The email response rate in Thailand is quite low. Ah who are we kidding: It barely exists. It doesn’t matter where, who or what you email about. Sure, corporations are more likely to reply. However emphasis on more likely. Still not sure. When it comes to Universities or small businesses…good luck. Especially when it comes to more advanced or detailed requests. In order to increase the likelihood of a response there are a few things that have to be proven important for me.
1.) Short subjects. Don’t use fancy words. If you want to apply somewhere write ‘application’ and not ‘inquiry regarding…’ – the person checking the email might not be that fluent in English and is quite likely more interested in answering pokes on Facebook than forwarding your email to the appropriate person in charge. So be specific and keep it simple.
2.) Keep the content of the mail also easy and polite. Just as mentioned in point 1.). The initial person to read your email is probably not the one in charge of making decisions. However he/she needs to understand what it is all about to address the right manager/person in charge. Therefore stay away from words that are to fancy. However do not forget to be polite. Most Thai people know all the super polite vocabulary so use that. Be humble, polite and friendly!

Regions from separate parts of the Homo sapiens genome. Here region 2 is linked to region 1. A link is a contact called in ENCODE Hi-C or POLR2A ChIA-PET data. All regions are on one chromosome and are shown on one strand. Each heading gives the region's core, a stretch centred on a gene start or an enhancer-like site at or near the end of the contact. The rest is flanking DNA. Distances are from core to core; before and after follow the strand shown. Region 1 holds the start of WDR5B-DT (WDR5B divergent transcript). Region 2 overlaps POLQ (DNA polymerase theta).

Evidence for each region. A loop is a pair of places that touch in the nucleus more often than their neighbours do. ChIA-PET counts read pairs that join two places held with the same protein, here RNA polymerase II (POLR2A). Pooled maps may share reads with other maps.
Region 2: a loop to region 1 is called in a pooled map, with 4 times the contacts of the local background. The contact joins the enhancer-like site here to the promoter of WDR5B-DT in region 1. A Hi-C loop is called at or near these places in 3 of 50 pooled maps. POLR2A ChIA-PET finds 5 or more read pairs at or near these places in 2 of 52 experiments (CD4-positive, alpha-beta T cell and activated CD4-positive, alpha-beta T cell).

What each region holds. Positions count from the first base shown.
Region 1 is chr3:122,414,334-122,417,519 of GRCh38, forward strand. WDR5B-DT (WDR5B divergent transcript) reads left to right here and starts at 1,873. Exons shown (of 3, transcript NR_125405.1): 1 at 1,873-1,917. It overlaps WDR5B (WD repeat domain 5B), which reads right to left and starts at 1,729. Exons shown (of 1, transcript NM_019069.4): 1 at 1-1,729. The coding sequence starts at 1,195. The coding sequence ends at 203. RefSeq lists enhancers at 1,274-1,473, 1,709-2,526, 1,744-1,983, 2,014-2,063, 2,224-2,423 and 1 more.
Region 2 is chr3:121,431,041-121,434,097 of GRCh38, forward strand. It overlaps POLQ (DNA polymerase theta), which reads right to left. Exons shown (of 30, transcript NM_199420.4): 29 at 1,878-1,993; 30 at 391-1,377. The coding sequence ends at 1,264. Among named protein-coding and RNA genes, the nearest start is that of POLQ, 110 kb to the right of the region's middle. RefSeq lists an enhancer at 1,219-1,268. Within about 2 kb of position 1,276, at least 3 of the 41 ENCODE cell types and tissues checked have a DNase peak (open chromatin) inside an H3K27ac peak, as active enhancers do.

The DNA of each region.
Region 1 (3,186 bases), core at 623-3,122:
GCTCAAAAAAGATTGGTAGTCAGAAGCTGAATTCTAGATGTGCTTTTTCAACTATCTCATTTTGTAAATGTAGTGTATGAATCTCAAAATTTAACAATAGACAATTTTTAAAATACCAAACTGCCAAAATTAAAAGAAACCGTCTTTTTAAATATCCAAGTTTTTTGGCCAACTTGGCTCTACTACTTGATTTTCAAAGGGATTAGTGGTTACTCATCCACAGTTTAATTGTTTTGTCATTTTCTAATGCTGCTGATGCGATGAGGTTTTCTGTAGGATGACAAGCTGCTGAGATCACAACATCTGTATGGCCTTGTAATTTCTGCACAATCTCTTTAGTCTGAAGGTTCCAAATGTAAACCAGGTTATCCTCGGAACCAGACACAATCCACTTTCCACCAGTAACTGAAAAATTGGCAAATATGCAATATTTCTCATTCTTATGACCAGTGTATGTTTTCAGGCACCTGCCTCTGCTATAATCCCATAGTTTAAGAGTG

3.) Keep the content short as well. Even if your email reaches the right person and that person speaks English well chances are high he/she is still “Thai” (not nationality wise but way of life wise). This means he or she won’t spend to much time reading through your complete email. You’ll lose them with the start of the second paragraph. Therefore, again, keep it easy to understand. That does not mean you should only use kindergarten English or grammar but refrain from to complicated grammatical structures and to much information. TMI = No reply. And trust me, that’s a serious point. Seeing that over and over again that even “smart” people (PhDs etc) don’t get the content of emails because they simply stop reading or processing the second half of a long mail.
4.) Say what you want. State clearly what you expect from that email. If the recipient has to reply within a certain amount of time, say that clearly. Don’t be afraid to sound to childish or like a parent giving orders to a kid. Be sure to be polite of course but never expect people understand implications in an email (they don’t even do it in real life). So say what you want.
5.) Follow up. No reply after a week? Follow up! They do that all the time in real life so there is no need to be afraid of doing it via email as well. Remind them that you’re still there and that you are waiting for them – in a polite manner of course.
6.) Use social media. If there is still no response coming in, use social media. While people are great in ignoring emails they are always on Facebook so contacting a brand via an official Facebook page is mostly a good and valid idea. Most companies will not consider it to pushy as long as you are, again, polite enough.
7.) Don’t necessarily use your own email host. For some weird reason people here trust [email protected] or [email protected] more than [email protected] You won’t believe it but the response rate to my gmail mails is way higher than to my @my-thai.org mails.
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